The Fight For CTE Funding Is Far From Over

In recent years, we have seen a steady decline in education funding across the board. This decline has been evident in local, state and federal governments and is a direct result of the economic turmoil that has affected so many of us.

In 2011, the Carl D. Perkins Career and Technical Improvement Act was cut by $140 million, which decreased the total value of the program to $1.13 billion. The Perkins Act is a key piece of legislation for all Career and Technical Student Organizations (CTSOs) and is the principle source of funding for Career and Technical Education (CTE) programs nationwide.

The Perkins Act is expected to be presented to Congress this year for reauthorization; however, there is no official timeline set. The future of this legislation is unknown. As DECA members, many of us benefit from the funding provided by this legislation. It helps supplement many of the costs incurred by the school district or school, which makes our DECA experience more affordable.

On a smaller scale, some states are fighting for funding legislation to help CTE programs in their communities. For example, members from all of Oregon’s CTSOs have been promoting HB2985, which aims to provide more than $5,000 in state grants to each CTSO program in the state. Not only does this legislation provide funding to sustain CTSO programs, but it also provides opportunities for teachers’ professional development.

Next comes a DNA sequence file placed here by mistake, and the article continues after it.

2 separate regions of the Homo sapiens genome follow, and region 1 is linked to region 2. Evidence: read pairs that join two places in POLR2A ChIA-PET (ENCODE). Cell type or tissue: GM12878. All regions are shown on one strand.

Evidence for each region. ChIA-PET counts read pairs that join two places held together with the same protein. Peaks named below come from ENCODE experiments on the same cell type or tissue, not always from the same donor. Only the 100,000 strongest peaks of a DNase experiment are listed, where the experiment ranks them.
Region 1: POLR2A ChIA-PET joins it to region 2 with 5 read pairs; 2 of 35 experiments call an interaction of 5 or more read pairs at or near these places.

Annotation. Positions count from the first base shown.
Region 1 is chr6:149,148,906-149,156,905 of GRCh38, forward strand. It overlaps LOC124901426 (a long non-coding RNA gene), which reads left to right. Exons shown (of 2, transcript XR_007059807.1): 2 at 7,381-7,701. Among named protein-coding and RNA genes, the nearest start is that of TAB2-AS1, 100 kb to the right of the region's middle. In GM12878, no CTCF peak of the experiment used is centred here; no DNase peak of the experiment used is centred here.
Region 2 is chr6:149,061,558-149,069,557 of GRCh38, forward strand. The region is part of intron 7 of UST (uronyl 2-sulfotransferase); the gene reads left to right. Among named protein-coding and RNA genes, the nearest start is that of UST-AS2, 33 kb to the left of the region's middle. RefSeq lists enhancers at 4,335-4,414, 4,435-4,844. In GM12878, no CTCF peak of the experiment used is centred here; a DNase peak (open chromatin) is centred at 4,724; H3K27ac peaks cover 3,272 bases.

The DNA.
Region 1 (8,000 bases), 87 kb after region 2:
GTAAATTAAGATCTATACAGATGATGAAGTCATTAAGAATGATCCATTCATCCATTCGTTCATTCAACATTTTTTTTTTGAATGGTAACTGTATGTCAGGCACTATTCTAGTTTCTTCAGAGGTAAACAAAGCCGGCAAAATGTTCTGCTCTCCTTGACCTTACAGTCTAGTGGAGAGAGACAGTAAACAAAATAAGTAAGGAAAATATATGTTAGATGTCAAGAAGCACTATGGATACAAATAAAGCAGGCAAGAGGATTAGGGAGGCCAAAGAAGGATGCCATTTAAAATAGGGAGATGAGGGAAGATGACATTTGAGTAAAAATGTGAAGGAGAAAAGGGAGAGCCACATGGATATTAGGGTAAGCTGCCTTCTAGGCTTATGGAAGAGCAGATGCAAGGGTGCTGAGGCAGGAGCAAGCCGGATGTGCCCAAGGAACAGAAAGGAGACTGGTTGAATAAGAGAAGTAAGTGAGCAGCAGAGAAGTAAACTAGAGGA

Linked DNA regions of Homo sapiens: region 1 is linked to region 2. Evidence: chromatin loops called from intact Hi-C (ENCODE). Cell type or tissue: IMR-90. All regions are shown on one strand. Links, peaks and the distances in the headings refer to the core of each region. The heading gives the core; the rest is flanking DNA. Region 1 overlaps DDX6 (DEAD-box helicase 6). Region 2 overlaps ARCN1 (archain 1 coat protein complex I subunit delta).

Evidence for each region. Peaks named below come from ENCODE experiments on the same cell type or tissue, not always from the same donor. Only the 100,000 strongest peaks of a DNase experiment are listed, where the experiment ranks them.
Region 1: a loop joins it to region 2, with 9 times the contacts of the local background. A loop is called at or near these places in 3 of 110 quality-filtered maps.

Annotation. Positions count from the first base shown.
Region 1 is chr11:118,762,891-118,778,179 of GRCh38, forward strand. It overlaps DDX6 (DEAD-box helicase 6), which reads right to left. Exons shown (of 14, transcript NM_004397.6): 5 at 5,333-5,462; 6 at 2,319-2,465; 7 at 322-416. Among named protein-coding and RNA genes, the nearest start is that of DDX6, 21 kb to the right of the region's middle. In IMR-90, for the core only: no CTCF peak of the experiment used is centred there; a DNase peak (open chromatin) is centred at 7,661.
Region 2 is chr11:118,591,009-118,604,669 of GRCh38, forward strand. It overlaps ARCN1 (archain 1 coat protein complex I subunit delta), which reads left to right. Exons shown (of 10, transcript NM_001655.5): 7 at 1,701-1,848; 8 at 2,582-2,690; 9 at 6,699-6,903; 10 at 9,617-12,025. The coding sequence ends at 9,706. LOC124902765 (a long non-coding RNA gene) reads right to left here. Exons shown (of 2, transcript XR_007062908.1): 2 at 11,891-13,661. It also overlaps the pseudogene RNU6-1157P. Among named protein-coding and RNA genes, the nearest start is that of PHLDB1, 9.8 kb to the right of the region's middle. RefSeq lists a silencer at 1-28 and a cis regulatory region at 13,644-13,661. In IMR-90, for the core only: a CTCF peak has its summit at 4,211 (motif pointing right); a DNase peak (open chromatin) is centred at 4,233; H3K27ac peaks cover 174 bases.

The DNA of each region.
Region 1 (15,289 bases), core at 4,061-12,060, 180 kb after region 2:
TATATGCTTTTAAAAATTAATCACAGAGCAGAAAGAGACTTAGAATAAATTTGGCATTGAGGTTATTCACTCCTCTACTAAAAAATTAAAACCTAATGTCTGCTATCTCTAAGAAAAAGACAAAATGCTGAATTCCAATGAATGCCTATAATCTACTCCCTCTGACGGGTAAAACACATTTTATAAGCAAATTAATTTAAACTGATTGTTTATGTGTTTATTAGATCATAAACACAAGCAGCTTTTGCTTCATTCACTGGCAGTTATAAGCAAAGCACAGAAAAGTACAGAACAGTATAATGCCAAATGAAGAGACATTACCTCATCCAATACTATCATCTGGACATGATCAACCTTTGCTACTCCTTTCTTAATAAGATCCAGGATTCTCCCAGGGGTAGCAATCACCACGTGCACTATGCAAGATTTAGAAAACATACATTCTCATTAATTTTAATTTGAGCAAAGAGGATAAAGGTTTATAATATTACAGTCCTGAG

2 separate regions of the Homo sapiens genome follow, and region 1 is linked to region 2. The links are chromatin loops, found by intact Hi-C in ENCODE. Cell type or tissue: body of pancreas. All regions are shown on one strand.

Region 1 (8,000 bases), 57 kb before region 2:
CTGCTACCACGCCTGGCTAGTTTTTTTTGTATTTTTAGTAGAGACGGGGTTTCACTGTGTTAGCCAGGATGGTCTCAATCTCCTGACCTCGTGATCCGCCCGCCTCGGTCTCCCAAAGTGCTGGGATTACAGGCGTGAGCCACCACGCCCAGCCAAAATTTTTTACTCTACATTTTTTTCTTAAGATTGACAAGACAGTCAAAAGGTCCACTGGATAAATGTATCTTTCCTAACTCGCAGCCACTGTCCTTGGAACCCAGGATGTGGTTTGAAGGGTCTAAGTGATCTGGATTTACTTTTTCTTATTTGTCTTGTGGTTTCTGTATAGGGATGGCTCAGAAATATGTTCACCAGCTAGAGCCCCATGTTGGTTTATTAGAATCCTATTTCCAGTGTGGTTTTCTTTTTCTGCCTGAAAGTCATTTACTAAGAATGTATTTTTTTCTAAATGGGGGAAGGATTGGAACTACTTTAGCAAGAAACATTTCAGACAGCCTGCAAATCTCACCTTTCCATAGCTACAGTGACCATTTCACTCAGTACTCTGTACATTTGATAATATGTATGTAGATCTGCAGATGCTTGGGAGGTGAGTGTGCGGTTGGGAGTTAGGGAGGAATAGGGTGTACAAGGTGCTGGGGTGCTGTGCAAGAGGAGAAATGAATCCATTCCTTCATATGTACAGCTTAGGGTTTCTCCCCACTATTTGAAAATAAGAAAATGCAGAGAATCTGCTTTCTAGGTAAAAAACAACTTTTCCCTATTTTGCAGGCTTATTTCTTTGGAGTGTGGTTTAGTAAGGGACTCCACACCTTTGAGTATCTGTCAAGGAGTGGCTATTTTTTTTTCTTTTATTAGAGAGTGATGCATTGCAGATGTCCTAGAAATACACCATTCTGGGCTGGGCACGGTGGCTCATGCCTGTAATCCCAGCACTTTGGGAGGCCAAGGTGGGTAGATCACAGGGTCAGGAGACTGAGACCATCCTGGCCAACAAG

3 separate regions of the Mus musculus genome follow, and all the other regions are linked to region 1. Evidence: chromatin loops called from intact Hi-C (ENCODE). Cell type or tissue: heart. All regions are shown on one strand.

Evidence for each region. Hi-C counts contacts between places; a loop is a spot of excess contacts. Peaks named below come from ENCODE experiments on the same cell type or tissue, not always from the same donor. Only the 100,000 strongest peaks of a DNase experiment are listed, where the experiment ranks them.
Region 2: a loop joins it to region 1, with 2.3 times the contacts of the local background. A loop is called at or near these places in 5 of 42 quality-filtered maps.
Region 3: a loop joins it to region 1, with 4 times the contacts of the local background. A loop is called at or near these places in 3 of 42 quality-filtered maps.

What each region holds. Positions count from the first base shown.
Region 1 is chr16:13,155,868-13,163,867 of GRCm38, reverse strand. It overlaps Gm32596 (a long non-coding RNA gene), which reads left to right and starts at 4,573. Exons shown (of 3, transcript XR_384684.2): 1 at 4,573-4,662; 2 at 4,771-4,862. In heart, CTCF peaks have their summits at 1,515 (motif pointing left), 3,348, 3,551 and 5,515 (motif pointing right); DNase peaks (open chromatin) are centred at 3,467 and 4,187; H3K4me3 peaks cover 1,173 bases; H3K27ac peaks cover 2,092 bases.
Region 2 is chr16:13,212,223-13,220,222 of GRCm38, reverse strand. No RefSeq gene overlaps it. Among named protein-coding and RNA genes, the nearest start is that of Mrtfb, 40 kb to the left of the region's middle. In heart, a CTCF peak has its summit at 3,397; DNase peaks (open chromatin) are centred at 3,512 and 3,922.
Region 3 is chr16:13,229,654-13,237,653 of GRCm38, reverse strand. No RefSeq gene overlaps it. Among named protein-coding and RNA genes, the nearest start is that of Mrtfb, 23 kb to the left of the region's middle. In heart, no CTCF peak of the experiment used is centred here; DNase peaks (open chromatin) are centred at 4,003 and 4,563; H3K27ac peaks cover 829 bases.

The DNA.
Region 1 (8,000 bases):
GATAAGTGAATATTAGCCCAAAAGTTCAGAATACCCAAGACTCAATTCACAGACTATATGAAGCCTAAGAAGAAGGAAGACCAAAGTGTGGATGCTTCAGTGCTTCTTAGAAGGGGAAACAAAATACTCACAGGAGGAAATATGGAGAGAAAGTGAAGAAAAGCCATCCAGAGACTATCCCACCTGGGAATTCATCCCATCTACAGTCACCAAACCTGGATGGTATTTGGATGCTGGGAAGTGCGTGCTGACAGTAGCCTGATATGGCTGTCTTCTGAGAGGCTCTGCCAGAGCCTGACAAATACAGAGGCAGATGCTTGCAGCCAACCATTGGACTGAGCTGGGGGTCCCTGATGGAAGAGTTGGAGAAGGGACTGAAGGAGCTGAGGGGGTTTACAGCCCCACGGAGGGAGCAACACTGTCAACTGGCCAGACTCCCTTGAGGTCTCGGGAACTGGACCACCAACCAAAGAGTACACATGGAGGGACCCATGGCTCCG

I encourage DECA members to advocate for support of CTSOs, whether it’s financial support, human resources or other assistance. Increasing awareness of DECA to our public policy makers can be the catalyst to increased support of CTSOs.

There are many ways to gain legislative support of DECA, which could help secure financial support. Talk to your family or friends and encourage them to help spread the word about DECA and other CTSOs and the many benefits provided to members. Contact your state’s representative and let him or her know the impact DECA has had on your professional development.

If we continue to reach out and increase awareness, we can take our organization to the highest limits.

Follow Trevor on Twitter @decatrevor.

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